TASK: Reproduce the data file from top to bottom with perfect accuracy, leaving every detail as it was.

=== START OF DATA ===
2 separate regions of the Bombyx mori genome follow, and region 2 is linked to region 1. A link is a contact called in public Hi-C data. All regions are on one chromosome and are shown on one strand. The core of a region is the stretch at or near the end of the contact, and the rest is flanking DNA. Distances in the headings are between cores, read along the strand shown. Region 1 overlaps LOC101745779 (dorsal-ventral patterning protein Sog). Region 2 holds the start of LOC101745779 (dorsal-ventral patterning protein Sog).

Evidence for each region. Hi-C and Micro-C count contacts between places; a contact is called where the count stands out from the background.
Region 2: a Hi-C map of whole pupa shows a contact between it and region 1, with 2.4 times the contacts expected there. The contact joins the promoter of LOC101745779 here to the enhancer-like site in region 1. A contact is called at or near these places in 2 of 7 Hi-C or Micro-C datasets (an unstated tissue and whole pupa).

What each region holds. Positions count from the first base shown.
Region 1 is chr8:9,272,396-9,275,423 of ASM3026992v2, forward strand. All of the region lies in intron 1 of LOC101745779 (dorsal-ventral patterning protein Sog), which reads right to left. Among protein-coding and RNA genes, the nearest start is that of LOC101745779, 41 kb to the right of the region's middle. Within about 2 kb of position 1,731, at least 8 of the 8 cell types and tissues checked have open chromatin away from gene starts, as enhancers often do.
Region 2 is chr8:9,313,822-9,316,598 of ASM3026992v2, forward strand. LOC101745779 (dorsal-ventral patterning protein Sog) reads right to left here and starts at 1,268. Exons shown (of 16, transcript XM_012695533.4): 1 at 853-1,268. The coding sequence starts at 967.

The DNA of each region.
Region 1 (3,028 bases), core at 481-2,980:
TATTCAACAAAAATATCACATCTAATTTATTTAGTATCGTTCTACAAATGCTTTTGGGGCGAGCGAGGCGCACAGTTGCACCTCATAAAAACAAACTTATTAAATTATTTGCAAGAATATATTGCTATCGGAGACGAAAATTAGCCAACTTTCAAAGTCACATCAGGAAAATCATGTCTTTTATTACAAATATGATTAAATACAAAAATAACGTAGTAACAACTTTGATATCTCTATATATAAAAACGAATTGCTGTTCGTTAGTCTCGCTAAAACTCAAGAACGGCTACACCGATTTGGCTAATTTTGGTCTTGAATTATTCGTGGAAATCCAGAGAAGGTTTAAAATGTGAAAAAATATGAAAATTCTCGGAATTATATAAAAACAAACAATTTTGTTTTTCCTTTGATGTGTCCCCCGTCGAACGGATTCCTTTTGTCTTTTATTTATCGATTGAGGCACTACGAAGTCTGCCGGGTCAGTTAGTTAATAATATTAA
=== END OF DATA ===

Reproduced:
2 separate regions of the Bombyx mori genome follow, and region 2 is linked to region 1. A link is a contact called in public Hi-C data. All regions are on one chromosome and are shown on one strand. The core of a region is the stretch at or near the end of the contact, and the rest is flanking DNA. Distances in the headings are between cores, read along the strand shown. Region 1 overlaps LOC101745779 (dorsal-ventral patterning protein Sog). Region 2 holds the start of LOC101745779 (dorsal-ventral patterning protein Sog).

Evidence for each region. Hi-C and Micro-C count contacts between places; a contact is called where the count stands out from the background.
Region 2: a Hi-C map of whole pupa shows a contact between it and region 1, with 2.4 times the contacts expected there. The contact joins the promoter of LOC101745779 here to the enhancer-like site in region 1. A contact is called at or near these places in 2 of 7 Hi-C or Micro-C datasets (an unstated tissue and whole pupa).

What each region holds. Positions count from the first base shown.
Region 1 is chr8:9,272,396-9,275,423 of ASM3026992v2, forward strand. All of the region lies in intron 1 of LOC101745779 (dorsal-ventral patterning protein Sog), which reads right to left. Among protein-coding and RNA genes, the nearest start is that of LOC101745779, 41 kb to the right of the region's middle. Within about 2 kb of position 1,731, at least 8 of the 8 cell types and tissues checked have open chromatin away from gene starts, as enhancers often do.
Region 2 is chr8:9,313,822-9,316,598 of ASM3026992v2, forward strand. LOC101745779 (dorsal-ventral patterning protein Sog) reads right to left here and starts at 1,268. Exons shown (of 16, transcript XM_012695533.4): 1 at 853-1,268. The coding sequence starts at 967.

The DNA of each region.
Region 1 (3,028 bases), core at 481-2,980:
TATTCAACAAAAATATCACATCTAATTTATTTAGTATCGTTCTACAAATGCTTTTGGGGCGAGCGAGGCGCACAGTTGCACCTCATAAAAACAAACTTATTAAATTATTTGCAAGAATATATTGCTATCGGAGACGAAAATTAGCCAACTTTCAAAGTCACATCAGGAAAATCATGTCTTTTATTACAAATATGATTAAATACAAAAATAACGTAGTAACAACTTTGATATCTCTATATATAAAAACGAATTGCTGTTCGTTAGTCTCGCTAAAACTCAAGAACGGCTACACCGATTTGGCTAATTTTGGTCTTGAATTATTCGTGGAAATCCAGAGAAGGTTTAAAATGTGAAAAAATATGAAAATTCTCGGAATTATATAAAAACAAACAATTTTGTTTTTCCTTTGATGTGTCCCCCGTCGAACGGATTCCTTTTGTCTTTTATTTATCGATTGAGGCACTACGAAGTCTGCCGGGTCAGTTAGTTAATAATATTAA